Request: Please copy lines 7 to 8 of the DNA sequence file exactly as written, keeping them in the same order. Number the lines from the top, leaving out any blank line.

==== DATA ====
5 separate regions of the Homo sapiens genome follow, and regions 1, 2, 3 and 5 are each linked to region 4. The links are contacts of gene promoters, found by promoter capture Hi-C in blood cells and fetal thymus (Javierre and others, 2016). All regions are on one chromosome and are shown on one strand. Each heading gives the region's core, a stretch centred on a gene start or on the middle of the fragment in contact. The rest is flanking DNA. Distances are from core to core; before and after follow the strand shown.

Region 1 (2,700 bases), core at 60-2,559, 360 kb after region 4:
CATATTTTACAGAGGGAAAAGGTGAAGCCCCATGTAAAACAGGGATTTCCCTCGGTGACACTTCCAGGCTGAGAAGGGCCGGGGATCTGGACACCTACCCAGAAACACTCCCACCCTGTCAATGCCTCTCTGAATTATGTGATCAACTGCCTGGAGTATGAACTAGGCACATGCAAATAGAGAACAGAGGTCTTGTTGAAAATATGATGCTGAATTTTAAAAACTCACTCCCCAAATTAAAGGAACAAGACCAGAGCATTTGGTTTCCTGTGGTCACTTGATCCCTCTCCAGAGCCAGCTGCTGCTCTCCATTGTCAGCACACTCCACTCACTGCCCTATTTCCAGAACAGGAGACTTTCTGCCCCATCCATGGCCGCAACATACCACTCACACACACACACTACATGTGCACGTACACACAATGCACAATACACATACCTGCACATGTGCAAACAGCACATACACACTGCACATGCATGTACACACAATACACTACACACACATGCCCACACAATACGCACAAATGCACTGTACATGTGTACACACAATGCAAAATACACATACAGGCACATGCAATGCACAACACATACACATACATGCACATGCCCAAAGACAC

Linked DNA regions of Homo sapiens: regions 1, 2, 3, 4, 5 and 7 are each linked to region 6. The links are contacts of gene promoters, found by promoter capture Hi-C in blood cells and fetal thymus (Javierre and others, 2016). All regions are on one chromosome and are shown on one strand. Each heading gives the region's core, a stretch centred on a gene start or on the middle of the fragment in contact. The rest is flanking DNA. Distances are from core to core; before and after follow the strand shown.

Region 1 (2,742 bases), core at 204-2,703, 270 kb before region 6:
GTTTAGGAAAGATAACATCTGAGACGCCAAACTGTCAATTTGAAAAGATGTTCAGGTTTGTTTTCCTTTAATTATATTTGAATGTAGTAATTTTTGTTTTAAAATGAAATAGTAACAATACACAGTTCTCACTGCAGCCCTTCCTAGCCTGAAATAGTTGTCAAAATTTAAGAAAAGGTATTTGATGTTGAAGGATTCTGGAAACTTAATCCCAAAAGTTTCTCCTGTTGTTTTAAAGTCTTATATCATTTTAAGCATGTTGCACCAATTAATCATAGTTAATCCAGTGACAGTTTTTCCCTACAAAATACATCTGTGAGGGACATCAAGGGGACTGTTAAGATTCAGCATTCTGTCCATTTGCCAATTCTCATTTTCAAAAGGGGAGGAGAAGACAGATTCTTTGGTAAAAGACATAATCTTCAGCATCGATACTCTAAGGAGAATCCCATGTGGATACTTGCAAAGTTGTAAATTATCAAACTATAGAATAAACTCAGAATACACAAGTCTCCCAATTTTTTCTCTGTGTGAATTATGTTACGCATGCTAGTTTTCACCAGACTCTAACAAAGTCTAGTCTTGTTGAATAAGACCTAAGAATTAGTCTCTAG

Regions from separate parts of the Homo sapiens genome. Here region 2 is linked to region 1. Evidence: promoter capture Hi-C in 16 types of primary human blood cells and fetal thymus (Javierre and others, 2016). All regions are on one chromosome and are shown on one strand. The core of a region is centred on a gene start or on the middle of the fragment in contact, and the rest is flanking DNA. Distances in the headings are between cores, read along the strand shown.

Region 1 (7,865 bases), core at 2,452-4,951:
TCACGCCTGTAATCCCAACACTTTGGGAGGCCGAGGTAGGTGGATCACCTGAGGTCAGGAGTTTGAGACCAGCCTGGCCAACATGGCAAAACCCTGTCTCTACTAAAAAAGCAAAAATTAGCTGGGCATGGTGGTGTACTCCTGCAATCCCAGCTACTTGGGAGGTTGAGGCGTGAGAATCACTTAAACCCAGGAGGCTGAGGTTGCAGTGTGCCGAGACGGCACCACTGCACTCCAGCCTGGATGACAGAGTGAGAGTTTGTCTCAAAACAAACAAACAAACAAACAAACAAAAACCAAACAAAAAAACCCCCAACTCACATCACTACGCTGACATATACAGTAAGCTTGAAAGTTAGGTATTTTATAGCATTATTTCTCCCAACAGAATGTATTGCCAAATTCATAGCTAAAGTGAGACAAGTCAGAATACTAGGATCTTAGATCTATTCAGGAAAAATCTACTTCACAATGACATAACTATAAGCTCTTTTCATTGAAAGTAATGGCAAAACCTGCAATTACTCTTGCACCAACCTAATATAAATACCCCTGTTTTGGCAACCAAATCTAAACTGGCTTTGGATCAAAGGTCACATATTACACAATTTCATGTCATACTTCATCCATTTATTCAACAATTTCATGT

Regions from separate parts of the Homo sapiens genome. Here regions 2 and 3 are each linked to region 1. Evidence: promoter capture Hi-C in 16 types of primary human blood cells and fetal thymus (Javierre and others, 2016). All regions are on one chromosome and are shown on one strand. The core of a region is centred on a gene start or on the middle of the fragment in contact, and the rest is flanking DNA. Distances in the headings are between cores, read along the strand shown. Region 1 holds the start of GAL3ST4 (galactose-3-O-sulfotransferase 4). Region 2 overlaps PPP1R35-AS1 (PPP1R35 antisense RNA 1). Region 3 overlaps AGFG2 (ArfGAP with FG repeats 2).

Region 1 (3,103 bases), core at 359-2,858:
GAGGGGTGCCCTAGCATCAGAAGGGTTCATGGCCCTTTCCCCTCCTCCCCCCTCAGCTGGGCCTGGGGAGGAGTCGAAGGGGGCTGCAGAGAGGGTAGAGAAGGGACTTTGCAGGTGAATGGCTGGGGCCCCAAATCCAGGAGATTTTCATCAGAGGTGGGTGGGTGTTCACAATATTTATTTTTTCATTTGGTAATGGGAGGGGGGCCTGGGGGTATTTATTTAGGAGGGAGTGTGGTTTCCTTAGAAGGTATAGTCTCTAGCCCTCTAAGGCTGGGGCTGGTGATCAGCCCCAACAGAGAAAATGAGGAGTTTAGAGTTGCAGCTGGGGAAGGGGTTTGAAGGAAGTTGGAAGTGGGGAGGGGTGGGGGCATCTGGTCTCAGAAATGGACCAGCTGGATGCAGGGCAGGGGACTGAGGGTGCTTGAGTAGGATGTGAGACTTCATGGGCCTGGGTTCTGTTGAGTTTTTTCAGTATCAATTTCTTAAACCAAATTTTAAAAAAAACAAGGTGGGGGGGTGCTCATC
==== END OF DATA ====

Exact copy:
Regions from separate parts of the Homo sapiens genome. Here region 2 is linked to region 1. Evidence: promoter capture Hi-C in 16 types of primary human blood cells and fetal thymus (Javierre and others, 2016). All regions are on one chromosome and are shown on one strand. The core of a region is centred on a gene start or on the middle of the fragment in contact, and the rest is flanking DNA. Distances in the headings are between cores, read along the strand shown.

Region 1 (7,865 bases), core at 2,452-4,951: